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‘Steam explosion as a pretreatment method to improve biogas production from wheat straw’

Kaldis, F. (2021) ‘Steam explosion as a pretreatment method to improve biogas production from wheat straw’. PhD thesis, University of Reading

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To link to this item DOI: 10.48683/1926.00099994

Abstract/Summary

Wheat straw (WS) is a lignocellulosic residue with high biogas potential. However, the composition and the crystalline structure of this residue is the main reasons for its low anaerobic biodegradability. As a method to increase the biomethanation of WS, autoclaving, was conducted with a retention time of 30, 60 and 90 min. The subsequent digestion was conducted on a batch mode at different organic load rates (OLR) (2, 4, 8, 12 kg VS/m3 ). The 60 minutes pretreatment seemed to be superior to all other tested treatments offering the highest enhancement on the biomethane production. Besides, for every OLR assessed, the addition of the liquid fraction generated during the pretreatment was found as inhibitory to the methane production. The inhibition effect was decreased along with the increase in the OLR. Furthermore, a biomethane potential test (BMP) was conducted to evaluate the effect of steam explosion pretreatment, which conducted under 13 different pretreatment conditions, on the enhancement of the anaerobic biodegradability of WS. The severity factor (SF) for the pretreatment ranged between 2.61 and 3.35. The highest biomethane yields were offered from samples treated under SF of 2.76, 2.9 and 3.05. As a result, no clear conclusions can be made regarding the optimisation of the pretreatment conditions. The steam explosion pretreatment of WS was also evaluated in a continuous AD system at two different OLR (2 and 5 g VS/L day-1 ). According to the results from this experiment, for both the examined OLR, the steam-exploded samples offered increased methane yields on an average percentage of 20% compared to the yields produced after the digestion WS. During the same experiment, the composition and possible changes in the microbial populations were monitored throughout the experimental period for both feedstocks. The identified microbial populations were similar for the digesters fed with WS and steam-exploded straw (SE). For both systems when the OLR was set to 2gVS/l the most dominant order was Clostridiales while after the increase of the OLR to 5 gVS/l the most abundant order was found to be Bacteroidales. A combination and comparison between the steam explosion and a mechanical pretreatment were also evaluated. On a batch digestion mode, both pretreatments increased the produced gas yields while the combination of the two did not provide any significant enhancement. Similarly, for the continuous digestion mode experiment, the steam-exploded feedstock achieved higher gas yields compared to the mechanically pretreated ones. The two reactors digesting steam-exploded straw demonstrated higher instability with fluctuations on the pH values, fast accumulation of VFAs and low buffering capacity but they seemed to recover fast after the addition of buffer solution and a low-level re-inoculation. Regarding the effect of the two pretreatments on the microbial populations of AD, the steam explosion seemed to affect the microbiology of the system to a higher extent compared to the mechanical pretreatment. In this study it was also evaluated the adjustment of the high C/N that WS usually has, with the use of NH4Cl, combined with the steam explosion pretreatment as a method to further enhance the biogas yields from WS. A co-digestion of WS in various ratios with protein-rich food processing by-products [dried distillers’ grains with solubles (DDGS) and rapeseed meal (RM)] was evaluated. According to the results of this experiment, the addition of NH4Cl was more beneficial for the steam-exploded rather than the untreated WS. For the co-digestion of WS and SE with DDGS and RM, an increase in the cumulative methane production was noted when higher amounts of DDGS and RM were added. On the other hand, the biodegradation of WS and SE was higher when lower amounts of food processing by-products were co-digested in the system. Overall this work increases the knowledge on the steam explosion pretreatment of WS prior to AD and proposes additional techniques and methods for increasing the biodegradability of this type of biomass. According to the results, WS has potential for commercialisation as an AD feedstock while it can partially replace traditional AD feedstocks and potentially increase the financial and environmental sustainability of a full-scale biogas plant.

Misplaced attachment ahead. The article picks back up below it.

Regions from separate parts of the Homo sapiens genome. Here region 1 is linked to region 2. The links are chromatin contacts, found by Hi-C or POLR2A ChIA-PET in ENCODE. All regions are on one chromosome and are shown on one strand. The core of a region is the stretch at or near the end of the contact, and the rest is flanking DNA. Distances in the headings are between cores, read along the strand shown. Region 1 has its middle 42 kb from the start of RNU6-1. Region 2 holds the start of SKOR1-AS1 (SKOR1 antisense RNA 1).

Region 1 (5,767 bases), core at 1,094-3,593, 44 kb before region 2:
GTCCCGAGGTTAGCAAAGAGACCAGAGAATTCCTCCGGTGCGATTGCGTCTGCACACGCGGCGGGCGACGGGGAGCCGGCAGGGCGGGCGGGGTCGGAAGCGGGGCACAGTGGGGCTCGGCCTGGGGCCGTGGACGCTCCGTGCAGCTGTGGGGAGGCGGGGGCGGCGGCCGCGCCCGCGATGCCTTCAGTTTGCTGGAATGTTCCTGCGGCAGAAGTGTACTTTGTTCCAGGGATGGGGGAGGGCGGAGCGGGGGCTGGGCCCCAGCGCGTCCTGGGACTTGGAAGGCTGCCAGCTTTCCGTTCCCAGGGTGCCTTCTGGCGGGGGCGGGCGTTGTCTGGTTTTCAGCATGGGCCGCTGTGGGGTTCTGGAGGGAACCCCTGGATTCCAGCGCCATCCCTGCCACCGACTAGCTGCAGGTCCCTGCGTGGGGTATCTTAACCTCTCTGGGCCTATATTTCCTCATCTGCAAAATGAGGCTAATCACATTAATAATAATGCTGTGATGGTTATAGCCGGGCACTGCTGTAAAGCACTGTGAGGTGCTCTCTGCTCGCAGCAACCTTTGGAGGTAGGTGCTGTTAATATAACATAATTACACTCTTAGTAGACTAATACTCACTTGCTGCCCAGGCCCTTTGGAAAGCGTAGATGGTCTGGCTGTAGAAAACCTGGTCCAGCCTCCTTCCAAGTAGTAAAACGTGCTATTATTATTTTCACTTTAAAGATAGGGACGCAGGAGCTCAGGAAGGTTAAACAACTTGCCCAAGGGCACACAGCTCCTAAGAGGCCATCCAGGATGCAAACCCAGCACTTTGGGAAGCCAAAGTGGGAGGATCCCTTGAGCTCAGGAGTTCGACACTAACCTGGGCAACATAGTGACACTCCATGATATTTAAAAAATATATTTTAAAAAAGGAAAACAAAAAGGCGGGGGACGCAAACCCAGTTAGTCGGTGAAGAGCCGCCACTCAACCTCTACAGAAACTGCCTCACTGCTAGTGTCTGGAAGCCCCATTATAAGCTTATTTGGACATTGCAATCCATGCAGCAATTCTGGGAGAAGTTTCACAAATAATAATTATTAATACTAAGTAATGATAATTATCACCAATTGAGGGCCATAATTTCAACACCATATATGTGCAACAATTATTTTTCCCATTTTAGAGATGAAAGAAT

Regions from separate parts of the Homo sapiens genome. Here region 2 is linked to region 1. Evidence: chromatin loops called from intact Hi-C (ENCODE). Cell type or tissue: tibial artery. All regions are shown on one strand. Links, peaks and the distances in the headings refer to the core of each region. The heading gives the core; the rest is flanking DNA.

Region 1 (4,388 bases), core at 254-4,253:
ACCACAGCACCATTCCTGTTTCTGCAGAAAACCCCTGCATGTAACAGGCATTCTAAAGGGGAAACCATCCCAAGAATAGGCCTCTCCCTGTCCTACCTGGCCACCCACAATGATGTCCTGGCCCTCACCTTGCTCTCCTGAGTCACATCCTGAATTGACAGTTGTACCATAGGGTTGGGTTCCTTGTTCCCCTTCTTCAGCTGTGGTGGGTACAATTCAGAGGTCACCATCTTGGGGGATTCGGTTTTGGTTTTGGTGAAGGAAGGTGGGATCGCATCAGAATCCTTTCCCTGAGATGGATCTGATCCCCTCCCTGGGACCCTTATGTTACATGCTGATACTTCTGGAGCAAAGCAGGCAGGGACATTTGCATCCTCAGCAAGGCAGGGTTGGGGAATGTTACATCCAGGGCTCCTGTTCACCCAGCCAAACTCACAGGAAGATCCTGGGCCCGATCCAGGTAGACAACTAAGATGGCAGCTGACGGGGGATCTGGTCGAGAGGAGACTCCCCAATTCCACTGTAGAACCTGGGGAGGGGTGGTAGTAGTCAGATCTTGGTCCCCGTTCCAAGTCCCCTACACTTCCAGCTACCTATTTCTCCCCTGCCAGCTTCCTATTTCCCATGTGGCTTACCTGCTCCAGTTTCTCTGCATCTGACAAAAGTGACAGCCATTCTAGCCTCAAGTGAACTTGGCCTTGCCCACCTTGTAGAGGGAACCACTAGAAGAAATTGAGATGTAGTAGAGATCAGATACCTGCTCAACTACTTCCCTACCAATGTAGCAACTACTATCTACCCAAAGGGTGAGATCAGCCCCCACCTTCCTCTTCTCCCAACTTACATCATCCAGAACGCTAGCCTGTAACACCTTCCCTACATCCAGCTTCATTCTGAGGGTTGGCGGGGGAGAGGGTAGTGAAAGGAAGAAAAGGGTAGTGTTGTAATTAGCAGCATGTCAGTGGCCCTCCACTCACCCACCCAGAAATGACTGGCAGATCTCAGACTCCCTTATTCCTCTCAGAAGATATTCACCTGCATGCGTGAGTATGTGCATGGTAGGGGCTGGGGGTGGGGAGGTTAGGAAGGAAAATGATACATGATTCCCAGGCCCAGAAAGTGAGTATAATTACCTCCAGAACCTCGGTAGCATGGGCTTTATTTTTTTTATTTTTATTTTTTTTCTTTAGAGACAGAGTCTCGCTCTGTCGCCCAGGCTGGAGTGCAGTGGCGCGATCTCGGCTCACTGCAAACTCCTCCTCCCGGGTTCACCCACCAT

Item Type:Thesis (PhD)
Thesis Supervisor:Karatzas, K.-A.
Thesis/Report Department:Department of Food and Nutritional Sciences
Identification Number/DOI:https://doi.org/10.48683/1926.00099994
Divisions:Life Sciences > School of Chemistry, Food and Pharmacy > Department of Food and Nutritional Sciences > Food Microbial Sciences Research Group
ID Code:99994
Date on Title Page:October 2020

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